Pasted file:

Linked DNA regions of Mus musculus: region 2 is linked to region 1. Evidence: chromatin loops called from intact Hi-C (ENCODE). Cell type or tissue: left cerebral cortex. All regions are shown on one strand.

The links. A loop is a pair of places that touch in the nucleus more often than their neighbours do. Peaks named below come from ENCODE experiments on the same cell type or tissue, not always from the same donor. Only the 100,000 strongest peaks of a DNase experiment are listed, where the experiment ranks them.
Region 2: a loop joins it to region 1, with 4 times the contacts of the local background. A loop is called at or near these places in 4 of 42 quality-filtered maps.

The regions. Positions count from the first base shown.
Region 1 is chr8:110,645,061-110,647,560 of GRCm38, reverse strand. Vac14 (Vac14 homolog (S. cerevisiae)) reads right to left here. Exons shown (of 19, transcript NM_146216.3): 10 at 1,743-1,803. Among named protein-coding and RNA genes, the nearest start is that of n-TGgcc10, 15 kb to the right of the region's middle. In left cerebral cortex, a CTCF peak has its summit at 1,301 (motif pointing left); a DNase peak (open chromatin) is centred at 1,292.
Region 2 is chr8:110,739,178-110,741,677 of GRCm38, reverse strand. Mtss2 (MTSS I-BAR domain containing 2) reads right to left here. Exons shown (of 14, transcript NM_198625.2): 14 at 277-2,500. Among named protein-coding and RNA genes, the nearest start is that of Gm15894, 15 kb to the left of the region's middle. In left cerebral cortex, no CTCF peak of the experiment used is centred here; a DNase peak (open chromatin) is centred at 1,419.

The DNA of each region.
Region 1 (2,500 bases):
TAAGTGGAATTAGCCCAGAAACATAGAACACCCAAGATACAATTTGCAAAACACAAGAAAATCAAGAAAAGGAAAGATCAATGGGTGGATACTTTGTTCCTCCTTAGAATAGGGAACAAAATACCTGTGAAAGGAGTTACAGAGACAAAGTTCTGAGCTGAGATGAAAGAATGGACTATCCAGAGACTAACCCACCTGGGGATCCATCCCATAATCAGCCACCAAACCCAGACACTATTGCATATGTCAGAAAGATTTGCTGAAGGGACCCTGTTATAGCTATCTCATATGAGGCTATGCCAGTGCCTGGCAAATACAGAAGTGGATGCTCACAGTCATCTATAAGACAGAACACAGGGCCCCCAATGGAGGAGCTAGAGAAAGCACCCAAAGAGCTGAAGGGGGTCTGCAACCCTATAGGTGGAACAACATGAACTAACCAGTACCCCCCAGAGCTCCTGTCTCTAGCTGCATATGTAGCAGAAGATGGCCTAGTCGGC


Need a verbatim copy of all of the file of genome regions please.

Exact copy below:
Linked DNA regions of Mus musculus: region 2 is linked to region 1. Evidence: chromatin loops called from intact Hi-C (ENCODE). Cell type or tissue: left cerebral cortex. All regions are shown on one strand.

The links. A loop is a pair of places that touch in the nucleus more often than their neighbours do. Peaks named below come from ENCODE experiments on the same cell type or tissue, not always from the same donor. Only the 100,000 strongest peaks of a DNase experiment are listed, where the experiment ranks them.
Region 2: a loop joins it to region 1, with 4 times the contacts of the local background. A loop is called at or near these places in 4 of 42 quality-filtered maps.

The regions. Positions count from the first base shown.
Region 1 is chr8:110,645,061-110,647,560 of GRCm38, reverse strand. Vac14 (Vac14 homolog (S. cerevisiae)) reads right to left here. Exons shown (of 19, transcript NM_146216.3): 10 at 1,743-1,803. Among named protein-coding and RNA genes, the nearest start is that of n-TGgcc10, 15 kb to the right of the region's middle. In left cerebral cortex, a CTCF peak has its summit at 1,301 (motif pointing left); a DNase peak (open chromatin) is centred at 1,292.
Region 2 is chr8:110,739,178-110,741,677 of GRCm38, reverse strand. Mtss2 (MTSS I-BAR domain containing 2) reads right to left here. Exons shown (of 14, transcript NM_198625.2): 14 at 277-2,500. Among named protein-coding and RNA genes, the nearest start is that of Gm15894, 15 kb to the left of the region's middle. In left cerebral cortex, no CTCF peak of the experiment used is centred here; a DNase peak (open chromatin) is centred at 1,419.

The DNA of each region.
Region 1 (2,500 bases):
TAAGTGGAATTAGCCCAGAAACATAGAACACCCAAGATACAATTTGCAAAACACAAGAAAATCAAGAAAAGGAAAGATCAATGGGTGGATACTTTGTTCCTCCTTAGAATAGGGAACAAAATACCTGTGAAAGGAGTTACAGAGACAAAGTTCTGAGCTGAGATGAAAGAATGGACTATCCAGAGACTAACCCACCTGGGGATCCATCCCATAATCAGCCACCAAACCCAGACACTATTGCATATGTCAGAAAGATTTGCTGAAGGGACCCTGTTATAGCTATCTCATATGAGGCTATGCCAGTGCCTGGCAAATACAGAAGTGGATGCTCACAGTCATCTATAAGACAGAACACAGGGCCCCCAATGGAGGAGCTAGAGAAAGCACCCAAAGAGCTGAAGGGGGTCTGCAACCCTATAGGTGGAACAACATGAACTAACCAGTACCCCCCAGAGCTCCTGTCTCTAGCTGCATATGTAGCAGAAGATGGCCTAGTCGGC